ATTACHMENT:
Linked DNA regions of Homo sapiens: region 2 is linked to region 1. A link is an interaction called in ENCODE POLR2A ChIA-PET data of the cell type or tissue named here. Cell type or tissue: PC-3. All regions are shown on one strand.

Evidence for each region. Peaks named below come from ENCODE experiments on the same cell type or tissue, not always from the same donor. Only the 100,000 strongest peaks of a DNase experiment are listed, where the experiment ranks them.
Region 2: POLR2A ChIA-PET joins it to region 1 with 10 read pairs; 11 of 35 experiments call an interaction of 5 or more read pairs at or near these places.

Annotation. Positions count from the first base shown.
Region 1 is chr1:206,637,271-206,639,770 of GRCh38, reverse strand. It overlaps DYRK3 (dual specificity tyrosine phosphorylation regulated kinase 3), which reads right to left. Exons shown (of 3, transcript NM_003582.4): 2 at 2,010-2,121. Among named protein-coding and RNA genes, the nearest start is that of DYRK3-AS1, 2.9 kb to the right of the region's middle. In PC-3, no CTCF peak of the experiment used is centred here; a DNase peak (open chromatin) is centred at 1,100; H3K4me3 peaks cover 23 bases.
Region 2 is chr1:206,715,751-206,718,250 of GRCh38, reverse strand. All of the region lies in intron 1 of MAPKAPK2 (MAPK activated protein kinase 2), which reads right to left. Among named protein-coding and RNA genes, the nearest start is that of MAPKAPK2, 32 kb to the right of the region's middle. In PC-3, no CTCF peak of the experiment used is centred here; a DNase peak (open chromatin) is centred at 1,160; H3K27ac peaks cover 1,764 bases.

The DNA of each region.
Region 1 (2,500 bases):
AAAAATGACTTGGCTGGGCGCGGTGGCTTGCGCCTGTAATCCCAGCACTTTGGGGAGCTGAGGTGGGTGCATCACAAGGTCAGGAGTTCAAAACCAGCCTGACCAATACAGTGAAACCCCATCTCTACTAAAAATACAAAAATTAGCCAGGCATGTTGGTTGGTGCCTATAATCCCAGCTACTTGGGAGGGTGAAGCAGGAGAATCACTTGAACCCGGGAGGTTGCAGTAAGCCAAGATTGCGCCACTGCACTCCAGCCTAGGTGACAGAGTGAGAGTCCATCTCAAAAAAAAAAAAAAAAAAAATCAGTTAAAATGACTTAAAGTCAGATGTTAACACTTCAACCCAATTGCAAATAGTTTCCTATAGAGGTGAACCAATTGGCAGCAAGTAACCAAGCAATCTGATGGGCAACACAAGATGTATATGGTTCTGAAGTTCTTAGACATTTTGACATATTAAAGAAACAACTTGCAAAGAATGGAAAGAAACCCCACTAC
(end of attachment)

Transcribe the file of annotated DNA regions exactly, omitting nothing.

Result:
Linked DNA regions of Homo sapiens: region 2 is linked to region 1. A link is an interaction called in ENCODE POLR2A ChIA-PET data of the cell type or tissue named here. Cell type or tissue: PC-3. All regions are shown on one strand.

Evidence for each region. Peaks named below come from ENCODE experiments on the same cell type or tissue, not always from the same donor. Only the 100,000 strongest peaks of a DNase experiment are listed, where the experiment ranks them.
Region 2: POLR2A ChIA-PET joins it to region 1 with 10 read pairs; 11 of 35 experiments call an interaction of 5 or more read pairs at or near these places.

Annotation. Positions count from the first base shown.
Region 1 is chr1:206,637,271-206,639,770 of GRCh38, reverse strand. It overlaps DYRK3 (dual specificity tyrosine phosphorylation regulated kinase 3), which reads right to left. Exons shown (of 3, transcript NM_003582.4): 2 at 2,010-2,121. Among named protein-coding and RNA genes, the nearest start is that of DYRK3-AS1, 2.9 kb to the right of the region's middle. In PC-3, no CTCF peak of the experiment used is centred here; a DNase peak (open chromatin) is centred at 1,100; H3K4me3 peaks cover 23 bases.
Region 2 is chr1:206,715,751-206,718,250 of GRCh38, reverse strand. All of the region lies in intron 1 of MAPKAPK2 (MAPK activated protein kinase 2), which reads right to left. Among named protein-coding and RNA genes, the nearest start is that of MAPKAPK2, 32 kb to the right of the region's middle. In PC-3, no CTCF peak of the experiment used is centred here; a DNase peak (open chromatin) is centred at 1,160; H3K27ac peaks cover 1,764 bases.

The DNA of each region.
Region 1 (2,500 bases):
AAAAATGACTTGGCTGGGCGCGGTGGCTTGCGCCTGTAATCCCAGCACTTTGGGGAGCTGAGGTGGGTGCATCACAAGGTCAGGAGTTCAAAACCAGCCTGACCAATACAGTGAAACCCCATCTCTACTAAAAATACAAAAATTAGCCAGGCATGTTGGTTGGTGCCTATAATCCCAGCTACTTGGGAGGGTGAAGCAGGAGAATCACTTGAACCCGGGAGGTTGCAGTAAGCCAAGATTGCGCCACTGCACTCCAGCCTAGGTGACAGAGTGAGAGTCCATCTCAAAAAAAAAAAAAAAAAAAATCAGTTAAAATGACTTAAAGTCAGATGTTAACACTTCAACCCAATTGCAAATAGTTTCCTATAGAGGTGAACCAATTGGCAGCAAGTAACCAAGCAATCTGATGGGCAACACAAGATGTATATGGTTCTGAAGTTCTTAGACATTTTGACATATTAAAGAAACAACTTGCAAAGAATGGAAAGAAACCCCACTAC